The Israel Antiquities Authority announced today the discovery of the main East-West road of Jerusalem from the Byzantine period. Todd Bolen correctly guessed yesterday, after the IAA sent out a teaser, that this discovery would be the Decumanus of the city.
A portion of the broken flagstone pavement is shown below about 4.5 meters below the present street level. That is 14.76 feet — pretty close to the proverbial one-foot-per-century of debris buildup.
Below is a photo of the Madaba [Medeba], Jordan, mosaic map of Jerusalem from about A.D. 560-565. I have put red lines on each side of the road that has been discovered. The main north-south road, the Cardo, was discovered in the 1970s.
The IAA explains how the excavation came about.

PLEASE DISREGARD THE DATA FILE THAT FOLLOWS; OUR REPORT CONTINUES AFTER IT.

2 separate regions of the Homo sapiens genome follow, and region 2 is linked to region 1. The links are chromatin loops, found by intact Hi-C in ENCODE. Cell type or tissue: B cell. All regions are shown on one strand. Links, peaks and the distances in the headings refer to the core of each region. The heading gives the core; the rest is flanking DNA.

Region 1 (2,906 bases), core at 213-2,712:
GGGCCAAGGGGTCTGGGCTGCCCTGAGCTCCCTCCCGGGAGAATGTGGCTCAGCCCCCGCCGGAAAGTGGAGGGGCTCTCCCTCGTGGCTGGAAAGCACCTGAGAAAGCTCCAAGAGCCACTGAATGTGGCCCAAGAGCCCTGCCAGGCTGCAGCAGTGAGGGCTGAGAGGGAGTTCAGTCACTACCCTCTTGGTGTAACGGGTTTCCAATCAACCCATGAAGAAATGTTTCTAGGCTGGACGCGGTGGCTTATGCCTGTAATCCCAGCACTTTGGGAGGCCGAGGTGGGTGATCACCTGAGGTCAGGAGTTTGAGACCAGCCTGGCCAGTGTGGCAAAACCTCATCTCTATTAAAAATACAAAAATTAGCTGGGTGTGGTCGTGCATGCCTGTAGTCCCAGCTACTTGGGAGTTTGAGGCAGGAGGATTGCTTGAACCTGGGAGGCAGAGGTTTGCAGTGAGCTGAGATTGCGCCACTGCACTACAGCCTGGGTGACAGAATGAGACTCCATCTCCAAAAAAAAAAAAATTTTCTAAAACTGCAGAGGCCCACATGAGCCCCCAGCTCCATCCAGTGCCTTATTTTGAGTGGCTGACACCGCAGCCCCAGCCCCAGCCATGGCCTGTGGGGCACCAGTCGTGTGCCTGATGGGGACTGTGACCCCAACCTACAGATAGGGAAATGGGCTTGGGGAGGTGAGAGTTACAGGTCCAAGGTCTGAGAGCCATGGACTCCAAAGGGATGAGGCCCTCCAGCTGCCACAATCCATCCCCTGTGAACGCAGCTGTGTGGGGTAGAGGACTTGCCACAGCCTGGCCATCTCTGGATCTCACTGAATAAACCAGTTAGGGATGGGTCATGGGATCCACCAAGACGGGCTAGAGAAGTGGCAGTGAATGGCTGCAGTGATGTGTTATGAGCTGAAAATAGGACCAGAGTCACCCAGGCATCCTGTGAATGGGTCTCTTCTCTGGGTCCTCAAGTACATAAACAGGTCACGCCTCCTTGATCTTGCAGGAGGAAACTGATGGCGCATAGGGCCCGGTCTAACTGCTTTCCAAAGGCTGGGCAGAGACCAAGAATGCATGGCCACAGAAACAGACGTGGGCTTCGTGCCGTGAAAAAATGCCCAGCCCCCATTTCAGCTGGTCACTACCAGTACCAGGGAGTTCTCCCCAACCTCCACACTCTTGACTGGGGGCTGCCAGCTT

Various evidence of the important buildings in Jerusalem that appear on the map has been uncovered over the years or has survived to this day – for example the Church of the Holy Sepulcher – but the large bustling street from the period when Jerusalem became a Christian city has not been discovered until now. The reason for this is that no archaeological excavations took place in the region due to the inconvenience it would cause in stopping traffic in such a busy central location.
Now, because of the need for a thorough treatment of the infrastructure in the region, the Jerusalem Development Authority has initiated rehabilitation work and is renewing the infrastructure in this area in general, and next to the entrance to David Street (known to tourists as the stepped-street with the shops) in particular. Thus it is possible for both archaeologists and the public to catch a rare glimpse of what is going on beneath the flagstone pavement that is so familiar to us all.
HT: Joseph Lauer